Some physicians might consider a planned cesarean section if a woman has a history of pelvic fractures or contracted pelvis, if the woman has a severe form of OI, or if other significant complications are present. Some of the complications that have been reported during delivery include a birth canal that is too small to permit birth, uterine rupture, and hemorrhage. Women at greatest risk for bleeding are those with a history of recurrent nosebleeds, easy bruising, or excessive bleeding following previous surgical procedures. Though uterine rupture has been reported to occur (Carlson), it does not appear to be a frequent complication.
Because some people with OI may be at increased risk for hyperthermia (an increase in body temperature in response to anesthesia), some physicians might consider spinal or epidural anesthesia to be the safest approach. However, these anesthesia procedures, which involve injection of medication near the spine, may be difficult in some women with spinal curvature, deformity or compression fractures.
Planning for the delivery should also include conferring with the hospital’s neonatologist, chief obstetrical nurse and nursery staff. Medical personnel who have experience with premature infants often have the skills necessary to handle a tiny, fragile baby who has OI. Parents may also want to make arrangements, prior to the due date, to have cord blood saved for DNA analysis. It can be helpful for families at risk for OI Type I or Type IV to have the question of OI inheritance answered as soon as possible.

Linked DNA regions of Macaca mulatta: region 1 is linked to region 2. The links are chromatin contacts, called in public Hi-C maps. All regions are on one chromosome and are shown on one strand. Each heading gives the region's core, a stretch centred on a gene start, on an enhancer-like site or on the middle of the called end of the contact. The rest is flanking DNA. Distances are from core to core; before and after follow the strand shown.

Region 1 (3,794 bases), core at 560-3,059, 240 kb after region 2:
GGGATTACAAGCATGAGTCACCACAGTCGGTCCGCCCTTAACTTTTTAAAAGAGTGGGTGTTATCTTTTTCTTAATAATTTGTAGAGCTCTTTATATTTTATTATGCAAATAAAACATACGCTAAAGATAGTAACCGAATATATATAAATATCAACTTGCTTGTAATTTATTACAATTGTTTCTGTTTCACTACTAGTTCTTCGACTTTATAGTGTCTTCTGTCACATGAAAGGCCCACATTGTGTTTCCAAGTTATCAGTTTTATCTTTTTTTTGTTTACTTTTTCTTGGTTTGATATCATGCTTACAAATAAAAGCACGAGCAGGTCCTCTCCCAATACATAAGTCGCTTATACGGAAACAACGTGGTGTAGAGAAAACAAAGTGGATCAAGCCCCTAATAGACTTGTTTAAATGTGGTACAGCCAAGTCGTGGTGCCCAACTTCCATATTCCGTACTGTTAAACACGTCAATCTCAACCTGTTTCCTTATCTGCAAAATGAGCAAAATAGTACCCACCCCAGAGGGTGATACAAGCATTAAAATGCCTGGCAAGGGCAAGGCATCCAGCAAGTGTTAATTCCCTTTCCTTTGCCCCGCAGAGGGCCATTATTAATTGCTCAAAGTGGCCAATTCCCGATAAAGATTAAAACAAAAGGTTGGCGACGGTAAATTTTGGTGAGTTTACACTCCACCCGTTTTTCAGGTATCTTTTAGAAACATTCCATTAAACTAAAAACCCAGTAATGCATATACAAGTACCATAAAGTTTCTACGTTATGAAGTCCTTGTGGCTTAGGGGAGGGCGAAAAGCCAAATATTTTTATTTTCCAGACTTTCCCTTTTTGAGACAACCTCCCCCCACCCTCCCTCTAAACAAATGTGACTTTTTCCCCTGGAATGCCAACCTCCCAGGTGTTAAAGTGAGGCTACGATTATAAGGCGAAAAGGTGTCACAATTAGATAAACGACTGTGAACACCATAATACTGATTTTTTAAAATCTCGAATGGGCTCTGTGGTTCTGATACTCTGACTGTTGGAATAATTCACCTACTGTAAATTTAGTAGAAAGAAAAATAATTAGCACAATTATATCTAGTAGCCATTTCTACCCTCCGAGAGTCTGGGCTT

Cubert R, Cheng E, Mack S, Pepin MG, Byers PH, Osteogenesis Imperfecta: Mode of Delivery and Neonatal Outcome. Obstetrics & Gynecology, 2001;97.
DeVos A, Sermon K, Van de Velde H, Joris H, et al. Two pregnancies after Preimplantation Genetic Diagnosis for Osteogenesis Imperfecta Type I and Type IV. Human Genetics, 2000; 106: 605-13.
Krishnamoorthy U, Vausse S, Donnai P. Management of Pregnancy Complicated by Maternal Osteogenesis Imperfecta. Report of a Case with Uterine Rupture. Journal of Obstetrics and Gynaecology, 2002; 22: 316-322.
McAllion SJ, Paterson CR. Musculo-Skeletal Problems Associated with Pregnancy in Women with Osteogenesis Imperfecta. Journal of Obstetrics and Gynaecology, 2002; 22: 169-72.